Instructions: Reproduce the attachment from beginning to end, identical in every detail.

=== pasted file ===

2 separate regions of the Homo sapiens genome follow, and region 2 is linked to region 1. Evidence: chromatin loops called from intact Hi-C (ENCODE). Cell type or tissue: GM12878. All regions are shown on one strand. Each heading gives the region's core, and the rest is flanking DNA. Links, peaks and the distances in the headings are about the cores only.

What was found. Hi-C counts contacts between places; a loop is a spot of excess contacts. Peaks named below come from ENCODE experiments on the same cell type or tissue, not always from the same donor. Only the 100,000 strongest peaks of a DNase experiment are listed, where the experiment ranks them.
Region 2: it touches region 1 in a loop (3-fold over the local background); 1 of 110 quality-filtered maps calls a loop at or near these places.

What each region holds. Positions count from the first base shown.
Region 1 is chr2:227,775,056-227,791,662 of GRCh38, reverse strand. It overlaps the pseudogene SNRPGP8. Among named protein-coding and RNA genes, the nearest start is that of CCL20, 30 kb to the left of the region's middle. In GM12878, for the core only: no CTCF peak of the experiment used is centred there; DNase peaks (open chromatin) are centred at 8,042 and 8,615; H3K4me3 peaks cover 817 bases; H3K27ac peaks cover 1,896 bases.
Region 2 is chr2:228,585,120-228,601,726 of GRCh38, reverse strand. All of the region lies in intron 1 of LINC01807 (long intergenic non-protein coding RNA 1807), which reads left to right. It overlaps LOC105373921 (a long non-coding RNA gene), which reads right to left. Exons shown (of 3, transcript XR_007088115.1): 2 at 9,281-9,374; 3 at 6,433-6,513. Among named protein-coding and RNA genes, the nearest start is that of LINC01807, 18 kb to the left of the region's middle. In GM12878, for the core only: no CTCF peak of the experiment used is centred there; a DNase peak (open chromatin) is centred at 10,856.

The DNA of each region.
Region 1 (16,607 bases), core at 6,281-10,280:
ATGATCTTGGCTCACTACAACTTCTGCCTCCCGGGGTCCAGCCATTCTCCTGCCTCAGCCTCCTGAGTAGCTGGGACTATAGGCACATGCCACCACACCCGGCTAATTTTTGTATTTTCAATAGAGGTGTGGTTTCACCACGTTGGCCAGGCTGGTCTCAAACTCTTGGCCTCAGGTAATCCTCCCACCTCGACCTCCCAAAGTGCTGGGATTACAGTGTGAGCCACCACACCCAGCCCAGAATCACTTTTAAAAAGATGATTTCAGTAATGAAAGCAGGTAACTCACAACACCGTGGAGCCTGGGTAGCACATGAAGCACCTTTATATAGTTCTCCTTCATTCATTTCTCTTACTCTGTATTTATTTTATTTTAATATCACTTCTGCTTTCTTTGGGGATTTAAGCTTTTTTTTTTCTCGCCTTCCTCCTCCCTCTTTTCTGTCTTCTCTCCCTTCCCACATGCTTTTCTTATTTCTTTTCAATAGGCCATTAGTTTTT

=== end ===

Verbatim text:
2 separate regions of the Homo sapiens genome follow, and region 2 is linked to region 1. Evidence: chromatin loops called from intact Hi-C (ENCODE). Cell type or tissue: GM12878. All regions are shown on one strand. Each heading gives the region's core, and the rest is flanking DNA. Links, peaks and the distances in the headings are about the cores only.

What was found. Hi-C counts contacts between places; a loop is a spot of excess contacts. Peaks named below come from ENCODE experiments on the same cell type or tissue, not always from the same donor. Only the 100,000 strongest peaks of a DNase experiment are listed, where the experiment ranks them.
Region 2: it touches region 1 in a loop (3-fold over the local background); 1 of 110 quality-filtered maps calls a loop at or near these places.

What each region holds. Positions count from the first base shown.
Region 1 is chr2:227,775,056-227,791,662 of GRCh38, reverse strand. It overlaps the pseudogene SNRPGP8. Among named protein-coding and RNA genes, the nearest start is that of CCL20, 30 kb to the left of the region's middle. In GM12878, for the core only: no CTCF peak of the experiment used is centred there; DNase peaks (open chromatin) are centred at 8,042 and 8,615; H3K4me3 peaks cover 817 bases; H3K27ac peaks cover 1,896 bases.
Region 2 is chr2:228,585,120-228,601,726 of GRCh38, reverse strand. All of the region lies in intron 1 of LINC01807 (long intergenic non-protein coding RNA 1807), which reads left to right. It overlaps LOC105373921 (a long non-coding RNA gene), which reads right to left. Exons shown (of 3, transcript XR_007088115.1): 2 at 9,281-9,374; 3 at 6,433-6,513. Among named protein-coding and RNA genes, the nearest start is that of LINC01807, 18 kb to the left of the region's middle. In GM12878, for the core only: no CTCF peak of the experiment used is centred there; a DNase peak (open chromatin) is centred at 10,856.

The DNA of each region.
Region 1 (16,607 bases), core at 6,281-10,280:
ATGATCTTGGCTCACTACAACTTCTGCCTCCCGGGGTCCAGCCATTCTCCTGCCTCAGCCTCCTGAGTAGCTGGGACTATAGGCACATGCCACCACACCCGGCTAATTTTTGTATTTTCAATAGAGGTGTGGTTTCACCACGTTGGCCAGGCTGGTCTCAAACTCTTGGCCTCAGGTAATCCTCCCACCTCGACCTCCCAAAGTGCTGGGATTACAGTGTGAGCCACCACACCCAGCCCAGAATCACTTTTAAAAAGATGATTTCAGTAATGAAAGCAGGTAACTCACAACACCGTGGAGCCTGGGTAGCACATGAAGCACCTTTATATAGTTCTCCTTCATTCATTTCTCTTACTCTGTATTTATTTTATTTTAATATCACTTCTGCTTTCTTTGGGGATTTAAGCTTTTTTTTTTCTCGCCTTCCTCCTCCCTCTTTTCTGTCTTCTCTCCCTTCCCACATGCTTTTCTTATTTCTTTTCAATAGGCCATTAGTTTTT